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Favouring corrupt practice? EC involving Gujarat corporates to 'force workers to vote'

Counterview Desk 

EAS Sarma, former secretary to the Government of India, in a letter to Rajiv Kumar, Chief Election Commissioner, and AC Pandey, Election Commissioner, referring to a report which says that the EC has signed agreements with over 1,000 corporate bodies in Gujarat to name and shame the workers those who do not vote, has said that EC should not be party to such “coercive action.”
Pointing out tht there are already “concerns about the role of corporate agencies in India funding the political parties in several non-transparent ways”, Sarma in his representation says that involving the private companies in coercing the workers to cast their votes could even result in their coercing them to vote for a particular political party, which would “amount to a corrupt practice.”
In a separate statement, the Centre for Trade Unions (CITU), a CPI-M-supported mass organisation, denouncing the memorandum of understanding (MoU) between the Election Commission/Gujarat and the corporates, has called it a “provoking, coercive and defaming action on workers”.
A statement issued by Tapan Sen, CITU general secretary, said, “This is a clear reflection of the Election Commission’s over-reach going much beyond their mandate, as has already been seen from Commission’s move of interfering with the rights of the political parties in the matter of poll-promises.”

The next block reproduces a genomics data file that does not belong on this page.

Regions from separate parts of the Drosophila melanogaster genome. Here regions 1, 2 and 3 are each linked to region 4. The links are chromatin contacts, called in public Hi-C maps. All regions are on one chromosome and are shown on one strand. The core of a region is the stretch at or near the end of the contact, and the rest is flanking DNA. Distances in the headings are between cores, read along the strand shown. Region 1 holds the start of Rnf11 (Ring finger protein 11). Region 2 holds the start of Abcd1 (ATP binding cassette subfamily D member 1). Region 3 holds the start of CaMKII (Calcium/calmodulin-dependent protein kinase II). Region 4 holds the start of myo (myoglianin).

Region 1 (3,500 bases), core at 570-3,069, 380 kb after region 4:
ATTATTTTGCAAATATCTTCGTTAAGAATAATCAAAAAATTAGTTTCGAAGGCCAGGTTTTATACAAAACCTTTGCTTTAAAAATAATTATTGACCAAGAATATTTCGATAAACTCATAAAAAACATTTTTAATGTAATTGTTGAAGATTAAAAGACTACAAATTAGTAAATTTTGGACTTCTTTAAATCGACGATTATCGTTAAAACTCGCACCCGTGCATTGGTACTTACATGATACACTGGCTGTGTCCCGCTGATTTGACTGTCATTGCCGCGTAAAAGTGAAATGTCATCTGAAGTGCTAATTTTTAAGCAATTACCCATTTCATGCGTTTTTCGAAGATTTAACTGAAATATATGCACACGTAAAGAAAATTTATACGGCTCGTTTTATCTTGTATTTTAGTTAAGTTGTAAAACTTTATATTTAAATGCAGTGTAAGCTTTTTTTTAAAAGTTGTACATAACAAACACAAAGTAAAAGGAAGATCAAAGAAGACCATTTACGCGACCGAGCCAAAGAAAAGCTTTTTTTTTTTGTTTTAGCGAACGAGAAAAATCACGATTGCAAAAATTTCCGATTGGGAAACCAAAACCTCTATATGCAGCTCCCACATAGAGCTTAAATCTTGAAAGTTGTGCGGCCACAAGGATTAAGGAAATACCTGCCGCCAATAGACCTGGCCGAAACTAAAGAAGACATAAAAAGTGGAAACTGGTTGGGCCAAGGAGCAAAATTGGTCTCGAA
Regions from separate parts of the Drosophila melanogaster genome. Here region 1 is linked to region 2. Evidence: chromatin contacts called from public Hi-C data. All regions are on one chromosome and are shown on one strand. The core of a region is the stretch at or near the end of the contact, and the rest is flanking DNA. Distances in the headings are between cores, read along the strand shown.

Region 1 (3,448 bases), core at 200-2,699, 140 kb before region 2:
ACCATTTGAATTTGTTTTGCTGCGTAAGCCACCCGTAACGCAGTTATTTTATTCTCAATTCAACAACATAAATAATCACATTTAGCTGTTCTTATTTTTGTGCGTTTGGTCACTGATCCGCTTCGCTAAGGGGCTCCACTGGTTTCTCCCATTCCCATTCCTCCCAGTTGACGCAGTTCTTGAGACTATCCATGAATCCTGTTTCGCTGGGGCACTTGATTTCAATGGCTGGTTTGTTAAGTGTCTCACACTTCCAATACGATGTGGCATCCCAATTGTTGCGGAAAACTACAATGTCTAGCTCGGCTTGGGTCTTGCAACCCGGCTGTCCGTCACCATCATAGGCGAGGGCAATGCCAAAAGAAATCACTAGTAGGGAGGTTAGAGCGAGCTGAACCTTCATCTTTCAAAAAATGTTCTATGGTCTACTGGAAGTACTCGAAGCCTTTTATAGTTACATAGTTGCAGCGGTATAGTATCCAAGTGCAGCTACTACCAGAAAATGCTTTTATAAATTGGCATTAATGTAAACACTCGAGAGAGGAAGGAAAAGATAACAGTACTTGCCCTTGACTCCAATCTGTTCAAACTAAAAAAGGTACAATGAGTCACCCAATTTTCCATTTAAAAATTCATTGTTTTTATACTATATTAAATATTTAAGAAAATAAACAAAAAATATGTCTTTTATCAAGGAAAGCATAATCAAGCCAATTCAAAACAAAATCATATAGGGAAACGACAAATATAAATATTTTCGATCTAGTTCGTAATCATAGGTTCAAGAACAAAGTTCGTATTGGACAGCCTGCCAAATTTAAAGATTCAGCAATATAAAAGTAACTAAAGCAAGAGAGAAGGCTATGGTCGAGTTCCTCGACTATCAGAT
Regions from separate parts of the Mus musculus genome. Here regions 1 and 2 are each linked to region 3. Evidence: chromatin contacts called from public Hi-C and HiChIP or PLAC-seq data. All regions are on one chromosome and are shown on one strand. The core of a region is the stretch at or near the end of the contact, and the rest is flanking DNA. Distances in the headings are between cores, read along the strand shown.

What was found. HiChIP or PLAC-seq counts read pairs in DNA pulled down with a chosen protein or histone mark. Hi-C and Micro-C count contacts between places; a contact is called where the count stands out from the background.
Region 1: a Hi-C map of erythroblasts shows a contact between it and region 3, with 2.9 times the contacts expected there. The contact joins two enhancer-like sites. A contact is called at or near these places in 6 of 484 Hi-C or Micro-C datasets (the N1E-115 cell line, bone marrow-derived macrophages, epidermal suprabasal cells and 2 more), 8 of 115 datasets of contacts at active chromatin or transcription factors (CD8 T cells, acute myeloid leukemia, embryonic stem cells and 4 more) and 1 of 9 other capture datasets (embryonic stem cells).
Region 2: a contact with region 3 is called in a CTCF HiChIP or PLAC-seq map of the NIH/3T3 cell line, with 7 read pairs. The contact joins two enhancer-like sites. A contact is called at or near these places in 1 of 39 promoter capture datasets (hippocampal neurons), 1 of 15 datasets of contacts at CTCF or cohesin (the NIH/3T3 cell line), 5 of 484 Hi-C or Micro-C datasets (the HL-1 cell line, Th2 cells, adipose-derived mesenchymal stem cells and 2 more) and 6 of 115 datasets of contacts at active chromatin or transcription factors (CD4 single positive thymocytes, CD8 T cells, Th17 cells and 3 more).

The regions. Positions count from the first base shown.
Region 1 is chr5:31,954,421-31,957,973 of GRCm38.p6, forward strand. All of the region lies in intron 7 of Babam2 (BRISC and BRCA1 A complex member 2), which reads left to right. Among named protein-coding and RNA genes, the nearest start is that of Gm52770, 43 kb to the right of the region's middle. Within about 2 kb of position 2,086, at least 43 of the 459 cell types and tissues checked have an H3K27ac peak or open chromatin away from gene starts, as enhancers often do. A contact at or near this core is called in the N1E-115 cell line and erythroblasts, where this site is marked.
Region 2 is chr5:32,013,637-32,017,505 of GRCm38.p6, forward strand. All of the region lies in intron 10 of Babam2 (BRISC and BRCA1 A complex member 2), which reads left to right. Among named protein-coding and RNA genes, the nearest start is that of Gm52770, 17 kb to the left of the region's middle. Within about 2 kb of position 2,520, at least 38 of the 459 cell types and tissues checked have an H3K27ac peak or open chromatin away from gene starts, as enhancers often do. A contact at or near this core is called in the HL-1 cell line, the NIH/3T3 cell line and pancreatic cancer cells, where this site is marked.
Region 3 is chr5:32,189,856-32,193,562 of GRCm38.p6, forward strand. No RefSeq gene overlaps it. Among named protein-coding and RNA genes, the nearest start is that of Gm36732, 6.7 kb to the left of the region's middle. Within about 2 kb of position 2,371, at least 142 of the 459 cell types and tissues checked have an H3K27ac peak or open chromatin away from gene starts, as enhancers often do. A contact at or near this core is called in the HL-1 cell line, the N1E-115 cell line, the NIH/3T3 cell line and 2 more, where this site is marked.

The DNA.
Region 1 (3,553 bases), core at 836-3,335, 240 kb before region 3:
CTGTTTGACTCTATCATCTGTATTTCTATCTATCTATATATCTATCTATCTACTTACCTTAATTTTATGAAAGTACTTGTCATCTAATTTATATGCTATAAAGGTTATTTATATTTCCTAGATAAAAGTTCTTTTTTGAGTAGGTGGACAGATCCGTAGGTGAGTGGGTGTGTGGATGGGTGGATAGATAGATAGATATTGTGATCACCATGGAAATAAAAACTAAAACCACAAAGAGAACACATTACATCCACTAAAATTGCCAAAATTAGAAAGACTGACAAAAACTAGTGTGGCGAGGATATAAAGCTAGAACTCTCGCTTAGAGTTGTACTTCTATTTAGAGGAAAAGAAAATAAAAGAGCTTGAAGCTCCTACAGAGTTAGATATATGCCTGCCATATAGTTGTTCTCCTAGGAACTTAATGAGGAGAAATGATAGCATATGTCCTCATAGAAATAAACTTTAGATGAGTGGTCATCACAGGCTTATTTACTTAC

Sarma's plea:

I have come across a disturbing news report that "for the first time, over 1,000 corporate houses in Gujarat have signed agreements with the Election Commission (EC), undertaking to monitor 'electoral participation of their workforce' and publish the names of those who don’t vote on their websites or office notice boards...The MoUs have been signed with individual units as well as industry bodies, and the attempt to get more on board will continue till polling day. Assembly elections are due in the state later this year".
Why should the Election Commission of India (ECI) involve the corporate sector to adopt coercive action to compel their voters to participate in elections?
There are enough concerns about the role of corporate agencies in India funding the political parties in several non-transparent ways, including giving funds through the contentious vehicle of the Electoral Bonds, providing logistic support for political rallies at a great cost, and so on. It is therefore somewhat bizarre on the part of the ECI to rely on the same corporate agencies to persuade workers to cast their votes!
The existing provisions of the Companies Act and the Foreign Contributions Regulation Act, which permit political parties to seek and receive funds from the corporates, disturb the level-playing ground between the ordinary citizen-voter and the private companies, as the use of such money power tends to adversely affect the integrity of the electoral process.